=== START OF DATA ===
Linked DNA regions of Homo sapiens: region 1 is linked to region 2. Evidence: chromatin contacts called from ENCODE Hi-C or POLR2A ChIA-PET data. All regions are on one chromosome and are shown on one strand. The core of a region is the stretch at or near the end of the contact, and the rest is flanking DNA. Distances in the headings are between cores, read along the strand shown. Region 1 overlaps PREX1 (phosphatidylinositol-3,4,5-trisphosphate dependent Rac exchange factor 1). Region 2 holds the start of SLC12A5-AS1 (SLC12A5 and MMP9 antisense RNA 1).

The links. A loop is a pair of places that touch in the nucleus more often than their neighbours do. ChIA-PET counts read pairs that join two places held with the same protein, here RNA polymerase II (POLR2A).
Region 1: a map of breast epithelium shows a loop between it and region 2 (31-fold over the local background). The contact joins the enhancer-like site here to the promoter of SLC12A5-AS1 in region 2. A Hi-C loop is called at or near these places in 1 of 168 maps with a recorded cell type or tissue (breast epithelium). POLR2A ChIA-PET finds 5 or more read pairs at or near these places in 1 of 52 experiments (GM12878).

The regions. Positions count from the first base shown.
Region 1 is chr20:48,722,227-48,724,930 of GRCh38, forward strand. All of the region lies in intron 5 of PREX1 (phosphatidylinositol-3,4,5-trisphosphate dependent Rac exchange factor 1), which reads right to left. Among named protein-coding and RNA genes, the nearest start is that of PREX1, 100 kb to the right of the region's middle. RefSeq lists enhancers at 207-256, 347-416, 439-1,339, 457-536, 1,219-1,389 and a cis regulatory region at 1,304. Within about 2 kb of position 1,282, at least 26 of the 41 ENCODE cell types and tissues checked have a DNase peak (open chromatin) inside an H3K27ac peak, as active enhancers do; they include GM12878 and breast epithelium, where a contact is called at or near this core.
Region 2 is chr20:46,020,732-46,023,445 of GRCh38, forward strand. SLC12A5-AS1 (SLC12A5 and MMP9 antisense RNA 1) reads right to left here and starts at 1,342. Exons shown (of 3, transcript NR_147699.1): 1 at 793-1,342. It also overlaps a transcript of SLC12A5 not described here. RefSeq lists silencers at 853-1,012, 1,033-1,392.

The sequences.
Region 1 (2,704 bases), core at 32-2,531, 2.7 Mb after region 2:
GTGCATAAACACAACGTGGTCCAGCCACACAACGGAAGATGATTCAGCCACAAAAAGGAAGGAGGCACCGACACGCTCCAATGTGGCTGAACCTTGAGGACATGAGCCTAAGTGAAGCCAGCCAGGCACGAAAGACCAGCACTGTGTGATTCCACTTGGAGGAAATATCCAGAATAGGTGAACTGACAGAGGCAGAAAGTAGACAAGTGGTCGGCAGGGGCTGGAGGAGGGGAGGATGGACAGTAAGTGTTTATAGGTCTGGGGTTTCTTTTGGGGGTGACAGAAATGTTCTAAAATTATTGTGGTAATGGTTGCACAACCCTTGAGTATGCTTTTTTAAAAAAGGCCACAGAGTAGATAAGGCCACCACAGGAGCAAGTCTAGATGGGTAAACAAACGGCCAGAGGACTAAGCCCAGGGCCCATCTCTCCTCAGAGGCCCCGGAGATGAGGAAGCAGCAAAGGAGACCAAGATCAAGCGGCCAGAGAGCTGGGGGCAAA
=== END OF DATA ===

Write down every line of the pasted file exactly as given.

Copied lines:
Linked DNA regions of Homo sapiens: region 1 is linked to region 2. Evidence: chromatin contacts called from ENCODE Hi-C or POLR2A ChIA-PET data. All regions are on one chromosome and are shown on one strand. The core of a region is the stretch at or near the end of the contact, and the rest is flanking DNA. Distances in the headings are between cores, read along the strand shown. Region 1 overlaps PREX1 (phosphatidylinositol-3,4,5-trisphosphate dependent Rac exchange factor 1). Region 2 holds the start of SLC12A5-AS1 (SLC12A5 and MMP9 antisense RNA 1).

The links. A loop is a pair of places that touch in the nucleus more often than their neighbours do. ChIA-PET counts read pairs that join two places held with the same protein, here RNA polymerase II (POLR2A).
Region 1: a map of breast epithelium shows a loop between it and region 2 (31-fold over the local background). The contact joins the enhancer-like site here to the promoter of SLC12A5-AS1 in region 2. A Hi-C loop is called at or near these places in 1 of 168 maps with a recorded cell type or tissue (breast epithelium). POLR2A ChIA-PET finds 5 or more read pairs at or near these places in 1 of 52 experiments (GM12878).

The regions. Positions count from the first base shown.
Region 1 is chr20:48,722,227-48,724,930 of GRCh38, forward strand. All of the region lies in intron 5 of PREX1 (phosphatidylinositol-3,4,5-trisphosphate dependent Rac exchange factor 1), which reads right to left. Among named protein-coding and RNA genes, the nearest start is that of PREX1, 100 kb to the right of the region's middle. RefSeq lists enhancers at 207-256, 347-416, 439-1,339, 457-536, 1,219-1,389 and a cis regulatory region at 1,304. Within about 2 kb of position 1,282, at least 26 of the 41 ENCODE cell types and tissues checked have a DNase peak (open chromatin) inside an H3K27ac peak, as active enhancers do; they include GM12878 and breast epithelium, where a contact is called at or near this core.
Region 2 is chr20:46,020,732-46,023,445 of GRCh38, forward strand. SLC12A5-AS1 (SLC12A5 and MMP9 antisense RNA 1) reads right to left here and starts at 1,342. Exons shown (of 3, transcript NR_147699.1): 1 at 793-1,342. It also overlaps a transcript of SLC12A5 not described here. RefSeq lists silencers at 853-1,012, 1,033-1,392.

The sequences.
Region 1 (2,704 bases), core at 32-2,531, 2.7 Mb after region 2:
GTGCATAAACACAACGTGGTCCAGCCACACAACGGAAGATGATTCAGCCACAAAAAGGAAGGAGGCACCGACACGCTCCAATGTGGCTGAACCTTGAGGACATGAGCCTAAGTGAAGCCAGCCAGGCACGAAAGACCAGCACTGTGTGATTCCACTTGGAGGAAATATCCAGAATAGGTGAACTGACAGAGGCAGAAAGTAGACAAGTGGTCGGCAGGGGCTGGAGGAGGGGAGGATGGACAGTAAGTGTTTATAGGTCTGGGGTTTCTTTTGGGGGTGACAGAAATGTTCTAAAATTATTGTGGTAATGGTTGCACAACCCTTGAGTATGCTTTTTTAAAAAAGGCCACAGAGTAGATAAGGCCACCACAGGAGCAAGTCTAGATGGGTAAACAAACGGCCAGAGGACTAAGCCCAGGGCCCATCTCTCCTCAGAGGCCCCGGAGATGAGGAAGCAGCAAAGGAGACCAAGATCAAGCGGCCAGAGAGCTGGGGGCAAA